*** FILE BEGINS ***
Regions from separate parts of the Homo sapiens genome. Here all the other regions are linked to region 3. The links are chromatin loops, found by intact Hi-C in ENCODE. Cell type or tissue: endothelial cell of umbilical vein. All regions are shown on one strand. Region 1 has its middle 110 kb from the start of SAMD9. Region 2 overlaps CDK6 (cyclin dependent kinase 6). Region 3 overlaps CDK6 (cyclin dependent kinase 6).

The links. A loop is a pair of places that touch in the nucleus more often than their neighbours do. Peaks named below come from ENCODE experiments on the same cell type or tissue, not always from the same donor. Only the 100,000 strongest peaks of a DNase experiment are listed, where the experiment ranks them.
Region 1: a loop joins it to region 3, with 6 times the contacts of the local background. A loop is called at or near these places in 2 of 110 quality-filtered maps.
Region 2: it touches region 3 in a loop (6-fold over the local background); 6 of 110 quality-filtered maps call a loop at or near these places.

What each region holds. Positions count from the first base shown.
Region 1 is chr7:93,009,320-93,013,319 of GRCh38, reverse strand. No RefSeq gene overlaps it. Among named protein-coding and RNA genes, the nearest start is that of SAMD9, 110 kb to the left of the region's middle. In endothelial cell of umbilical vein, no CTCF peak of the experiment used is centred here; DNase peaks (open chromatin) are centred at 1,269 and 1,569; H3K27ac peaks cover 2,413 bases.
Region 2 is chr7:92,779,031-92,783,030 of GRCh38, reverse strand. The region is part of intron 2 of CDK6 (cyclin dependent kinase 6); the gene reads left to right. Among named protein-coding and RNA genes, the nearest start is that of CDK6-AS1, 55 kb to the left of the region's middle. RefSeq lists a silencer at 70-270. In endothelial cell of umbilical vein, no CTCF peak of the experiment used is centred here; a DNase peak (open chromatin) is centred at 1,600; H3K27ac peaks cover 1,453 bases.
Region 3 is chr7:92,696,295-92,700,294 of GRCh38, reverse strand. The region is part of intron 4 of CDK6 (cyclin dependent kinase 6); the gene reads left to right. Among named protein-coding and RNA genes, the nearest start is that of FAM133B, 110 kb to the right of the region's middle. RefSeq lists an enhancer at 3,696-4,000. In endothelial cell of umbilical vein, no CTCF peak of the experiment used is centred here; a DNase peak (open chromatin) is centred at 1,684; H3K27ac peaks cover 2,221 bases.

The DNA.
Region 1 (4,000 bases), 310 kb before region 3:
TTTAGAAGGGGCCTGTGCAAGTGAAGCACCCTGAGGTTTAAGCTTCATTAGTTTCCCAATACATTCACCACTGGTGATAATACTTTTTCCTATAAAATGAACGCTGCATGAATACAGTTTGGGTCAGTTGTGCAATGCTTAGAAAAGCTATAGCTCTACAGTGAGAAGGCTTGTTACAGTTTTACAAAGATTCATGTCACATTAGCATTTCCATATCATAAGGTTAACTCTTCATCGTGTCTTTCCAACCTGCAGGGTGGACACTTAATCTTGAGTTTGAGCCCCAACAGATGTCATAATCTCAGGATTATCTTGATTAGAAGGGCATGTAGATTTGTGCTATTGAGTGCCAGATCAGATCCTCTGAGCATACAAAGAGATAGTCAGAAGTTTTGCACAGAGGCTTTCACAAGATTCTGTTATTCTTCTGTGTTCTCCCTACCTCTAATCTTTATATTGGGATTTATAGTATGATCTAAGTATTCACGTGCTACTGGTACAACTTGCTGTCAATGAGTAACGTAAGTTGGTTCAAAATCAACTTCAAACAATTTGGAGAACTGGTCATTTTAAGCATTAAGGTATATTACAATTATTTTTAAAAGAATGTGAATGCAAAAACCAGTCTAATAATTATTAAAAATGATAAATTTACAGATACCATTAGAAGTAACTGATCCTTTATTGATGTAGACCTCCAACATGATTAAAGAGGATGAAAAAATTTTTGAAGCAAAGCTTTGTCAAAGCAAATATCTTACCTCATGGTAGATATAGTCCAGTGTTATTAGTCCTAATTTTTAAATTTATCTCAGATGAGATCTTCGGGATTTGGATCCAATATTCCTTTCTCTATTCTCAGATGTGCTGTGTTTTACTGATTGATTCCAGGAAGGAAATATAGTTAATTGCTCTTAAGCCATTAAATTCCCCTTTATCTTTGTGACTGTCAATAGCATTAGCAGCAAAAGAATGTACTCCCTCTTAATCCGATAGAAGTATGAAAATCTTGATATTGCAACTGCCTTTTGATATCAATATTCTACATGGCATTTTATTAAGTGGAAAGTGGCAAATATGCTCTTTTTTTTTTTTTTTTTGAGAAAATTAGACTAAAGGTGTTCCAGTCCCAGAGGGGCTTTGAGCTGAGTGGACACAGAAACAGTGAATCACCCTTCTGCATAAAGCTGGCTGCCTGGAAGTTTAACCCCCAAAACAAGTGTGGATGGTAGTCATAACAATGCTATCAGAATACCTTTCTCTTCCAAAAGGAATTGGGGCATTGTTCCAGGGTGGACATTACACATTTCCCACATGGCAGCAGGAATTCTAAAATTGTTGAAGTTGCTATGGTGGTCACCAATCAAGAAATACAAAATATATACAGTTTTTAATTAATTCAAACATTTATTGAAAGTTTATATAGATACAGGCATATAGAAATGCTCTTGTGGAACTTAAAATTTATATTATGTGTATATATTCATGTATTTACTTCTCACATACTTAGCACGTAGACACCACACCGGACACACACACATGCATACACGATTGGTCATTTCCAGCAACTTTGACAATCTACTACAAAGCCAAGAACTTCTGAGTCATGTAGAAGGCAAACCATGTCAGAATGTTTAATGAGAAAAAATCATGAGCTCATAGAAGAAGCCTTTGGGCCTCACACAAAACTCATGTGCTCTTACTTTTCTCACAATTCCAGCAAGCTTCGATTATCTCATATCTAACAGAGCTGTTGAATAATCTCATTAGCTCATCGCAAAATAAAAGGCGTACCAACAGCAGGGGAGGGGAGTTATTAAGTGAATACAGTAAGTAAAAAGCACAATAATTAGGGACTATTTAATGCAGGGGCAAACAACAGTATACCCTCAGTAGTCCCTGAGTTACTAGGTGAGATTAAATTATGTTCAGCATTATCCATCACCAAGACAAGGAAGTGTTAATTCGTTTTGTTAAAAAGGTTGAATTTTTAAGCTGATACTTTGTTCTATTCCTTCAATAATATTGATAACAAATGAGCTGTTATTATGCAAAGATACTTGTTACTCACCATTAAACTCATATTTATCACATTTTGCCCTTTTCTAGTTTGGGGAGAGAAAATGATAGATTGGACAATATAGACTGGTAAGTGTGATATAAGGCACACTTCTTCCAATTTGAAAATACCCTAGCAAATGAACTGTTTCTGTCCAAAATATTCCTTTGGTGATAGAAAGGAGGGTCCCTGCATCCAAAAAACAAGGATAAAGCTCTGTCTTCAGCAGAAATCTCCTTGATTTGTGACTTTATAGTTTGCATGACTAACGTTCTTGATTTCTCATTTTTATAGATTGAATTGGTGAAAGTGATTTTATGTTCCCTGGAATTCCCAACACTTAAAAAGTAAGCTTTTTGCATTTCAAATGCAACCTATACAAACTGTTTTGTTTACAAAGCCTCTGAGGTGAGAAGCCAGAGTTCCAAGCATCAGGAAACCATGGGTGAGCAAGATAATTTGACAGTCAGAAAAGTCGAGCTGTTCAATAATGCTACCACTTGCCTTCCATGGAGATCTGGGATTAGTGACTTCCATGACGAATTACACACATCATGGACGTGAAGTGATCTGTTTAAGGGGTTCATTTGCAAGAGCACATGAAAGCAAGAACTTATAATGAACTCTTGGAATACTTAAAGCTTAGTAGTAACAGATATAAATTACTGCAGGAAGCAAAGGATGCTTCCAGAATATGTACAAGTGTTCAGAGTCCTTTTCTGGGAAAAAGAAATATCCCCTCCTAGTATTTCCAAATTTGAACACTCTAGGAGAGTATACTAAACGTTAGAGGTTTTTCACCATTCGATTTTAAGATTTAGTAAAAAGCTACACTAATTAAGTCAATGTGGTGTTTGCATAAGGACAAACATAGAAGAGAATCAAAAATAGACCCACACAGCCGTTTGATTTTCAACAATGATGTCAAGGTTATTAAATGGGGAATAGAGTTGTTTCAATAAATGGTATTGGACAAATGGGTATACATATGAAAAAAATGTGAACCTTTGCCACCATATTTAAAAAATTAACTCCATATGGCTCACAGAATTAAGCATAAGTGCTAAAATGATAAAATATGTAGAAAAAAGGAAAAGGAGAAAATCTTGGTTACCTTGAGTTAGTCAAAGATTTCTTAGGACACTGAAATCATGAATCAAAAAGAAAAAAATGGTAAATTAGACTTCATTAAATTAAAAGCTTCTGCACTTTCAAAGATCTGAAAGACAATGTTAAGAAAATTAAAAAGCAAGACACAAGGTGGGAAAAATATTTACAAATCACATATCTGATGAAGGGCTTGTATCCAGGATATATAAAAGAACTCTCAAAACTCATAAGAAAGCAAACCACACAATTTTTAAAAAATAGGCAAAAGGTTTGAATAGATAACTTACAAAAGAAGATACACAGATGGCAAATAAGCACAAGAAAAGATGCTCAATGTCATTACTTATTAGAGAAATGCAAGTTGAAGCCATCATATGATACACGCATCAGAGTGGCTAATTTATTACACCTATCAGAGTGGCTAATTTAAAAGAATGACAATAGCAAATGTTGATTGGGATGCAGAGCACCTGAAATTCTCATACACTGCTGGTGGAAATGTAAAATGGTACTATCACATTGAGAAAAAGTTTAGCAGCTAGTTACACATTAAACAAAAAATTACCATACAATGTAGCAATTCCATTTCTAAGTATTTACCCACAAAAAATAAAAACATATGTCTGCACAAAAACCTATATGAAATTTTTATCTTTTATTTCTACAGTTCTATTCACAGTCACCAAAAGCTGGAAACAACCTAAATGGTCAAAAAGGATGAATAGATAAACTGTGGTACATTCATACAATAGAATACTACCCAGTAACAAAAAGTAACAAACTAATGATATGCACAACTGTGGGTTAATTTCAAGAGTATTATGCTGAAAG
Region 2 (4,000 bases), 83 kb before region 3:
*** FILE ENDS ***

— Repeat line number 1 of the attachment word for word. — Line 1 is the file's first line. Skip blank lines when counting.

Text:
Regions from separate parts of the Homo sapiens genome. Here all the other regions are linked to region 3. The links are chromatin loops, found by intact Hi-C in ENCODE. Cell type or tissue: endothelial cell of umbilical vein. All regions are shown on one strand. Region 1 has its middle 110 kb from the start of SAMD9. Region 2 overlaps CDK6 (cyclin dependent kinase 6). Region 3 overlaps CDK6 (cyclin dependent kinase 6).